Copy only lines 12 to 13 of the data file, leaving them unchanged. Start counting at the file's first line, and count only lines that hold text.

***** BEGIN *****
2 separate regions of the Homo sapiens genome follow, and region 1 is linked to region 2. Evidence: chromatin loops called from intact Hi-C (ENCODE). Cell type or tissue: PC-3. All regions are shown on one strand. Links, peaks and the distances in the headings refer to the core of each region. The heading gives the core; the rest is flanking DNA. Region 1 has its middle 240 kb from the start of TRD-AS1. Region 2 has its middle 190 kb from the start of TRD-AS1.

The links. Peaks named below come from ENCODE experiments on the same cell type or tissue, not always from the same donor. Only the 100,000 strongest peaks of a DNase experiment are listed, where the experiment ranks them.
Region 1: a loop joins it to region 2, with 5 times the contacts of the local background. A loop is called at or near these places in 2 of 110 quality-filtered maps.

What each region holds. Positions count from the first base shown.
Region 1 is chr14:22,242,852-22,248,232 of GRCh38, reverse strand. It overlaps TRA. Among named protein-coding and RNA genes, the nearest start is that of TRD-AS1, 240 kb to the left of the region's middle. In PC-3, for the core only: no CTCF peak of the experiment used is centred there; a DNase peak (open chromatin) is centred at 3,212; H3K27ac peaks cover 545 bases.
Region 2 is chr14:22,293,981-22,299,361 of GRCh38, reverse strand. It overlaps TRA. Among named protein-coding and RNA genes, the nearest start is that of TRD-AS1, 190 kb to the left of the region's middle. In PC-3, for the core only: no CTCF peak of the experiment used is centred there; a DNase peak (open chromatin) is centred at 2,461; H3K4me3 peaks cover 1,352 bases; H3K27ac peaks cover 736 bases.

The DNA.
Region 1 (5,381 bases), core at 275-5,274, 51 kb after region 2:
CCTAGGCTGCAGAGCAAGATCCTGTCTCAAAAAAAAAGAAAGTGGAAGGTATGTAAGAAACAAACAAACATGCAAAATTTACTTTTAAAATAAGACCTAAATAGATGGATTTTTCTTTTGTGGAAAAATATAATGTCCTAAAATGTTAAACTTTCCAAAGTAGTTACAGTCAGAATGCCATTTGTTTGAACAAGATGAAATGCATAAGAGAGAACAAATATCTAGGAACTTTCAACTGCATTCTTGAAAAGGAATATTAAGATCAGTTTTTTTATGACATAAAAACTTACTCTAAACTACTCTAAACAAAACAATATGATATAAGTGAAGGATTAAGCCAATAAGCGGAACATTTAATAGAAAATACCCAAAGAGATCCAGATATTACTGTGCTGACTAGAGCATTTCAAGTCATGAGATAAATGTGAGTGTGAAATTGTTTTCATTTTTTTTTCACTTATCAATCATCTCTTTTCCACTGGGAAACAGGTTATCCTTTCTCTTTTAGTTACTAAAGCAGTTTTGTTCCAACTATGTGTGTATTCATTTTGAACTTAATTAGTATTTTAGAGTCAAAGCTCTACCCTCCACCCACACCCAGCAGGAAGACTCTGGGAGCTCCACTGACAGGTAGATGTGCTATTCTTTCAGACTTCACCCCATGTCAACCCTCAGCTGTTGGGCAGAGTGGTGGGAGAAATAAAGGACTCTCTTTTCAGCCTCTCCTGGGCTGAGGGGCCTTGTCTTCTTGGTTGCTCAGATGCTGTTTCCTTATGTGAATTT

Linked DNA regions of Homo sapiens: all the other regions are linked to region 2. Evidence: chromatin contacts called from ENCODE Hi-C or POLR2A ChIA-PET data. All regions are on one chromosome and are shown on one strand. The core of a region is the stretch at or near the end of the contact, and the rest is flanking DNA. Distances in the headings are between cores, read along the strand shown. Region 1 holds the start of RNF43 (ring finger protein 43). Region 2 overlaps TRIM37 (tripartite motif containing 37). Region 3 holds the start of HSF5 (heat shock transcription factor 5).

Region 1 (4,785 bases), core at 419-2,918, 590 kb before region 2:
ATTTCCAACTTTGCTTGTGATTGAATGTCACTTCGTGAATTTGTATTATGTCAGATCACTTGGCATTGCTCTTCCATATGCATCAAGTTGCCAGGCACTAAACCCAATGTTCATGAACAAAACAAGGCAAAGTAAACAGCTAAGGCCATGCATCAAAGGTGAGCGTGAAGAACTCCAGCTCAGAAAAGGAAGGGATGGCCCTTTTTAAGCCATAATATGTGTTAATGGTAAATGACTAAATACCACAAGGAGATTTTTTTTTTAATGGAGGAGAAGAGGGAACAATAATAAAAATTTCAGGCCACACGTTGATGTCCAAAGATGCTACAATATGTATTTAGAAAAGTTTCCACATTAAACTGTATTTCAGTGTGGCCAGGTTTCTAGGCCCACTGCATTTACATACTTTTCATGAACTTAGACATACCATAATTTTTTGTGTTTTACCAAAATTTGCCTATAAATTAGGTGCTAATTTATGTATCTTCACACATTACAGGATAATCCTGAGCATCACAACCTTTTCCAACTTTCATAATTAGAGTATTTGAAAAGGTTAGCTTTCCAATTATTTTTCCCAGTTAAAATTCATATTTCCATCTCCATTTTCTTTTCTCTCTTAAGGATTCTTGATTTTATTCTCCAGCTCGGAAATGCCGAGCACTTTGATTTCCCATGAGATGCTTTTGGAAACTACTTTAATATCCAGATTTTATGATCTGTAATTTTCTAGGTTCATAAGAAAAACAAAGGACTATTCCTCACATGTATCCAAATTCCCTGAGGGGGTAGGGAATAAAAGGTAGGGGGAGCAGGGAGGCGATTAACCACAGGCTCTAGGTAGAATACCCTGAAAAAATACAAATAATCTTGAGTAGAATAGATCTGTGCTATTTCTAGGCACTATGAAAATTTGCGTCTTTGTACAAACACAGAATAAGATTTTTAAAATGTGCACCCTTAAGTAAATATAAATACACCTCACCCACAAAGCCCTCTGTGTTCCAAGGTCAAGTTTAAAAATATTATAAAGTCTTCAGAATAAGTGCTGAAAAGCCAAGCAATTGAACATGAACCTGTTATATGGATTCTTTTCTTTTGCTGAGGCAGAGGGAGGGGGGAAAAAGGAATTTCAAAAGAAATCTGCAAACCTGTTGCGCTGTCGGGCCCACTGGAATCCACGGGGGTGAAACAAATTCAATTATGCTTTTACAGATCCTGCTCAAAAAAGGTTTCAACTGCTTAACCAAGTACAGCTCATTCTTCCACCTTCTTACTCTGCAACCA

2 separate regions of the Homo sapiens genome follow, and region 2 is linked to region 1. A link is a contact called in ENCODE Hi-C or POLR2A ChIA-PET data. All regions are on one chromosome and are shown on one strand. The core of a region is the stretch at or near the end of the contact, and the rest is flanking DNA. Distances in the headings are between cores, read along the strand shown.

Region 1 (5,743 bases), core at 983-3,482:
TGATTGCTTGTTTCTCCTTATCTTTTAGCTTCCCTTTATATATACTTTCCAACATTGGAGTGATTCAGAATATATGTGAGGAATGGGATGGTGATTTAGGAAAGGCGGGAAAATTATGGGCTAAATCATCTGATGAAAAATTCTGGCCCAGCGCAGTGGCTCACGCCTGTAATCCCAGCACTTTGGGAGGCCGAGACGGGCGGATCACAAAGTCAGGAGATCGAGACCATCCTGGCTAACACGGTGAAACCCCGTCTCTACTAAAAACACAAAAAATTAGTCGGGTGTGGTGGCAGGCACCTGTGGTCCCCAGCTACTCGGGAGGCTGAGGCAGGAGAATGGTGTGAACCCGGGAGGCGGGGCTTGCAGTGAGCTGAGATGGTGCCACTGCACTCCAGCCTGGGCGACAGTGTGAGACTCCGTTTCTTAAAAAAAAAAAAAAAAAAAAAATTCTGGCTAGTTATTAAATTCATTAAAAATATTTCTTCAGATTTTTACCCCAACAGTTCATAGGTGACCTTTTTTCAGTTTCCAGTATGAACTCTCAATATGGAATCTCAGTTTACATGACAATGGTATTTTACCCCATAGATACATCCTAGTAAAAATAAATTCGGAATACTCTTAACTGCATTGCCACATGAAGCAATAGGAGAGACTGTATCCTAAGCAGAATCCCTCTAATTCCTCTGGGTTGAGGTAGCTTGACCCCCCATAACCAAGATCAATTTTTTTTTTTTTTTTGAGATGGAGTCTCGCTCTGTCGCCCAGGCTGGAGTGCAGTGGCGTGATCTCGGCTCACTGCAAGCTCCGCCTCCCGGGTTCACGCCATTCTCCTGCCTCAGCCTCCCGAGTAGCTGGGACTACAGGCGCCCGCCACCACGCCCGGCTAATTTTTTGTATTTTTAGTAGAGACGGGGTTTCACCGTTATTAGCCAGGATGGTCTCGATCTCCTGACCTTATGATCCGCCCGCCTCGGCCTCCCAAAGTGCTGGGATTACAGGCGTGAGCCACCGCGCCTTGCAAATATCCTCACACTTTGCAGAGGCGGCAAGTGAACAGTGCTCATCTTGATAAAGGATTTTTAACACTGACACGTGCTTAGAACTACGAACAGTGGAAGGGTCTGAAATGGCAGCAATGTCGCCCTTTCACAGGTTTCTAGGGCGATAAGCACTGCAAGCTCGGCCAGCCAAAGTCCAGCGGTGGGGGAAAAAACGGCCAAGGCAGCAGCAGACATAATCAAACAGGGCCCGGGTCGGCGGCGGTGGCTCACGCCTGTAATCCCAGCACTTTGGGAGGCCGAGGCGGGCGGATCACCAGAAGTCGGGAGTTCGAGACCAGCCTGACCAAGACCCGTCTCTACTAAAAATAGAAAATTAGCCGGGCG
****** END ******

ATTTCCAACTTTGCTTGTGATTGAATGTCACTTCGTGAATTTGTATTATGTCAGATCACTTGGCATTGCTCTTCCATATGCATCAAGTTGCCAGGCACTAAACCCAATGTTCATGAACAAAACAAGGCAAAGTAAACAGCTAAGGCCATGCATCAAAGGTGAGCGTGAAGAACTCCAGCTCAGAAAAGGAAGGGATGGCCCTTTTTAAGCCATAATATGTGTTAATGGTAAATGACTAAATACCACAAGGAGATTTTTTTTTTAATGGAGGAGAAGAGGGAACAATAATAAAAATTTCAGGCCACACGTTGATGTCCAAAGATGCTACAATATGTATTTAGAAAAGTTTCCACATTAAACTGTATTTCAGTGTGGCCAGGTTTCTAGGCCCACTGCATTTACATACTTTTCATGAACTTAGACATACCATAATTTTTTGTGTTTTACCAAAATTTGCCTATAAATTAGGTGCTAATTTATGTATCTTCACACATTACAGGATAATCCTGAGCATCACAACCTTTTCCAACTTTCATAATTAGAGTATTTGAAAAGGTTAGCTTTCCAATTATTTTTCCCAGTTAAAATTCATATTTCCATCTCCATTTTCTTTTCTCTCTTAAGGATTCTTGATTTTATTCTCCAGCTCGGAAATGCCGAGCACTTTGATTTCCCATGAGATGCTTTTGGAAACTACTTTAATATCCAGATTTTATGATCTGTAATTTTCTAGGTTCATAAGAAAAACAAAGGACTATTCCTCACATGTATCCAAATTCCCTGAGGGGGTAGGGAATAAAAGGTAGGGGGAGCAGGGAGGCGATTAACCACAGGCTCTAGGTAGAATACCCTGAAAAAATACAAATAATCTTGAGTAGAATAGATCTGTGCTATTTCTAGGCACTATGAAAATTTGCGTCTTTGTACAAACACAGAATAAGATTTTTAAAATGTGCACCCTTAAGTAAATATAAATACACCTCACCCACAAAGCCCTCTGTGTTCCAAGGTCAAGTTTAAAAATATTATAAAGTCTTCAGAATAAGTGCTGAAAAGCCAAGCAATTGAACATGAACCTGTTATATGGATTCTTTTCTTTTGCTGAGGCAGAGGGAGGGGGGAAAAAGGAATTTCAAAAGAAATCTGCAAACCTGTTGCGCTGTCGGGCCCACTGGAATCCACGGGGGTGAAACAAATTCAATTATGCTTTTACAGATCCTGCTCAAAAAAGGTTTCAACTGCTTAACCAAGTACAGCTCATTCTTCCACCTTCTTACTCTGCAACCA

2 separate regions of the Homo sapiens genome follow, and region 2 is linked to region 1. A link is a contact called in ENCODE Hi-C or POLR2A ChIA-PET data. All regions are on one chromosome and are shown on one strand. The core of a region is the stretch at or near the end of the contact, and the rest is flanking DNA. Distances in the headings are between cores, read along the strand shown.